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Ken Tapping, July 01, 2009
In the sky this week...
> Jupiter and Neptune are currently close together in the sky, and rise around midnight; Saturn lies in the Southwest during the evening.
> Mars and Venus rise in the early hours.
> The Moon will be Full on June 7, the Moon of the Walking Thunder.
When we recently looked at the latest work on searching for evidence of life on planets orbiting other stars, the emphasis was on finding planets like ours, warm ones with liquid water and living creatures on their surfaces. Is that the only possibility? Life might take many forms, some so exotic we have not even imagined them yet, and might not recognize them when we see them. However, since the universe seems so well tuned for producing the ingredients for carbon-based life, with our Earth being an example of a planet loaded with that form of life, let's restrict ourselves to that.
For many years the standard candidates for planets bearing carbon-based life were at the right distance from their stars for liquid water to be present on their surfaces. However, now it looks as though we can expect to find life in places where that condition is not even closely met. Moreover, the key lies right under our noses, on the bottom of our oceans.
Along the mid-ocean ridges, where hot magma is not that far below the seabed, seawater finds its way underground, where it gets heated under pressure to hundreds of degrees and dissolves various minerals, many of them sulphur-bearing. The resulting cocktail, loaded with dissolved hydrogen sulphide, is then ejected from vents on the seabed. As it meets the cold seawater, it cools and the minerals start to drop out of solution. The result is that the vent water is loaded with dark particles, and looks like black smoke. This unlikely mixture, although poisonous to us, provides nourishment for rather bizarre creatures, which thrive on the sulphur-laden chemicals in the water, and have no use for oxygen. The essential thing is that these little communities centred on the black smokers have no use for sunlight or air. The Sun could go out and they would survive, in little warm, liquid oases beneath frozen oceans. In other words, here we have a possibility of life with different needs, and which could survive in places we could not. All we need is enough heat to drive these hot, mineral-laden jets. On our world the heat comes from the decay of radioactive elements in its core, and the tidal kneading it gets from the Moon.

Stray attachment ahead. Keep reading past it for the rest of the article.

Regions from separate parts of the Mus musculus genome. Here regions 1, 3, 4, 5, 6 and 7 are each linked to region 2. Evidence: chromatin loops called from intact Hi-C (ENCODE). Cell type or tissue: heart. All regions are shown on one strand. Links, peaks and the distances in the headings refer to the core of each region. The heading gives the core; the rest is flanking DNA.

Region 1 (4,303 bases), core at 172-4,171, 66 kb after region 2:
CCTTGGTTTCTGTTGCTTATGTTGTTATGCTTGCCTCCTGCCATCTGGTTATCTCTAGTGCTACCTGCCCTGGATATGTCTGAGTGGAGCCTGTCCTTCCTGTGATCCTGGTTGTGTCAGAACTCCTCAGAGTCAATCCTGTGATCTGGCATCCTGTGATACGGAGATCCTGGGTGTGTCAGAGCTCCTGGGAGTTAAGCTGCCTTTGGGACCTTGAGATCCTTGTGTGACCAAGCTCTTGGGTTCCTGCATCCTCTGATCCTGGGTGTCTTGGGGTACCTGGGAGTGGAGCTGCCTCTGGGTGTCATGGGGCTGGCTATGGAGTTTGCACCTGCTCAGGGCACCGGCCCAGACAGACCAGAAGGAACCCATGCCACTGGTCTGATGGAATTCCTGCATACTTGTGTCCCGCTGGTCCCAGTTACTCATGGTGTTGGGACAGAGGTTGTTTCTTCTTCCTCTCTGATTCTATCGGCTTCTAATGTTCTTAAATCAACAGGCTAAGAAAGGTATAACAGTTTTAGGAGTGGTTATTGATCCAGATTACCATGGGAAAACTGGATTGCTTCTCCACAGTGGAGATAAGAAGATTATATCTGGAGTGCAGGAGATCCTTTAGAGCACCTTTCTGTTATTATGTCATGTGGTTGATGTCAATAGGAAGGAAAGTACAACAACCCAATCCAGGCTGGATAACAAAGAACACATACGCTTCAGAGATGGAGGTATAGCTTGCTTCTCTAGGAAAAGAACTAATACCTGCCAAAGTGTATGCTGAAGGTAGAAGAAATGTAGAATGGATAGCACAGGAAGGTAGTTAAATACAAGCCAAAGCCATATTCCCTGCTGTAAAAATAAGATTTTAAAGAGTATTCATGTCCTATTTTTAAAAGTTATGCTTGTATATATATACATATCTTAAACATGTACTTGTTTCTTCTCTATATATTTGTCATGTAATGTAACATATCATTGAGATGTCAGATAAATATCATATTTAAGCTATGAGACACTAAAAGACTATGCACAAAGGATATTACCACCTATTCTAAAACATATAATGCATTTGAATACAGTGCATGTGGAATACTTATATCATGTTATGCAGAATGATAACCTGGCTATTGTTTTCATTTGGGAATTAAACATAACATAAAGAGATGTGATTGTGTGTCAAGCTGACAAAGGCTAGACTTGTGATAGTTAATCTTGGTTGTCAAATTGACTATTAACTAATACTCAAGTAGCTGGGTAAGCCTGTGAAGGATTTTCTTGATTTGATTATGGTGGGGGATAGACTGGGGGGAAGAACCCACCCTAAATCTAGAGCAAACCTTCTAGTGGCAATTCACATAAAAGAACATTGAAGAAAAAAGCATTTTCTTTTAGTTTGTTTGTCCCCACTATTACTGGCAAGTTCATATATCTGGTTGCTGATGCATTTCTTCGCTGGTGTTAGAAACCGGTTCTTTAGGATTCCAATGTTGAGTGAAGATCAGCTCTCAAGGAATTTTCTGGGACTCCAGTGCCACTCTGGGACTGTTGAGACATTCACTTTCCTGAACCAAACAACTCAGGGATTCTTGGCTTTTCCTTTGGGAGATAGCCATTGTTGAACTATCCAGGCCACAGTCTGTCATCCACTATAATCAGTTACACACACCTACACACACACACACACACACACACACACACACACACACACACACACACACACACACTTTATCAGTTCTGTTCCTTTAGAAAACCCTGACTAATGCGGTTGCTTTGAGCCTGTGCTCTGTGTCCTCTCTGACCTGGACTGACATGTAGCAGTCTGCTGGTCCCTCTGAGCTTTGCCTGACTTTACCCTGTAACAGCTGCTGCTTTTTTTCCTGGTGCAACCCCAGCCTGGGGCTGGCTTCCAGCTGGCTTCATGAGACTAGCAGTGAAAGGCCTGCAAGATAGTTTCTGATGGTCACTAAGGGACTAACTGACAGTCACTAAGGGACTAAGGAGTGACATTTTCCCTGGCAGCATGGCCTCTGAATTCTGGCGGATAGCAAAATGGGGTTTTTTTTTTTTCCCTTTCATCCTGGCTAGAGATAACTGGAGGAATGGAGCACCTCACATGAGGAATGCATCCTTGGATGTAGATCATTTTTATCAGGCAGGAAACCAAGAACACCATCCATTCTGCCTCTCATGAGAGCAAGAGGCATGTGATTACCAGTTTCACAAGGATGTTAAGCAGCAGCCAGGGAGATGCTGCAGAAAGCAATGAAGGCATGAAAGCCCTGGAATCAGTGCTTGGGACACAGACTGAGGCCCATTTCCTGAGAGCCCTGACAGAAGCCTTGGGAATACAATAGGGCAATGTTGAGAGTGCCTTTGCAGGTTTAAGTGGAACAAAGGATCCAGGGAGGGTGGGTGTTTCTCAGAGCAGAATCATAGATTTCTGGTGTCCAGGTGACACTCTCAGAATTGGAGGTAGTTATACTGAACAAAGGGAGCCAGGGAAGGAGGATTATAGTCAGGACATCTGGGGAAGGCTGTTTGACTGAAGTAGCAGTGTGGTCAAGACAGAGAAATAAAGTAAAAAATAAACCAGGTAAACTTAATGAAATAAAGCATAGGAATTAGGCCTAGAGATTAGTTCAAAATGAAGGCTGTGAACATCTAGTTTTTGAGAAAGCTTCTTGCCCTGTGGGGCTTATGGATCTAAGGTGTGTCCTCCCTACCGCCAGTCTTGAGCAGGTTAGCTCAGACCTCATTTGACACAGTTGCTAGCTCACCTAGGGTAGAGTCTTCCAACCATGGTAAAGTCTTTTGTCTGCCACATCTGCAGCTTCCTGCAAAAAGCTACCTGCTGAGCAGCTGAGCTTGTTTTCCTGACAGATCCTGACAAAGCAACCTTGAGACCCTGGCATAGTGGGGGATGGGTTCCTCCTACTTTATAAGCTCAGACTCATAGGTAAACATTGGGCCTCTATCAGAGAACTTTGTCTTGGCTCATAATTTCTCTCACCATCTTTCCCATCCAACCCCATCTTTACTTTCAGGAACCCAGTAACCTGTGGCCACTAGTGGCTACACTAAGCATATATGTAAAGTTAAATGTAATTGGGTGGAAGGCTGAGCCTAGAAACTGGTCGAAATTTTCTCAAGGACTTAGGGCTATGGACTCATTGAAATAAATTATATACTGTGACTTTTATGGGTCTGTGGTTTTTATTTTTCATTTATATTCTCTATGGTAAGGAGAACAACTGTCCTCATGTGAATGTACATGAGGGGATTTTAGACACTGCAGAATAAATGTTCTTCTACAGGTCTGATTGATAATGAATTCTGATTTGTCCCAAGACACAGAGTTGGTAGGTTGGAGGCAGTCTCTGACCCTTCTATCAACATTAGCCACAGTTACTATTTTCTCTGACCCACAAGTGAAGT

That brings us to Europa, one of Jupiter's largest moons, located in the frigid outer reaches of the Solar System. It is covered by a layer of ice with good evidence of liquid water underneath. This is kept from freezing by heat released by Jupiter's gravity gently kneading Europa. If this heat is sufficient to drive a few black smokers, there could be life there too. Actually, now we have another unlikely-seeming candidate. It is Enceladus, one of the moons of Saturn, even further from the Sun. It looks like Europa – an ice-covered ball. However, it is warmer than it should be and experiences eruption of water, methane and other chemicals. There could easily be a dark, warm ocean under that ice. The heat to drive these eruptions would be coming from the gravitational kneading it gets from Saturn. Big eruptions suggest smaller eruptions – black smokers, maybe with exotic life forms that we simply need to go and see.
Ken Tapping is an astronomer at the National Research Council Herzberg Institute of Astrophysics (NRC-HIA), and is based at the Dominion Radio Astrophysical Observatory, Penticton, BC, V2A 6J9 Tel (250) 493-2277, Fax (250) 493-7767,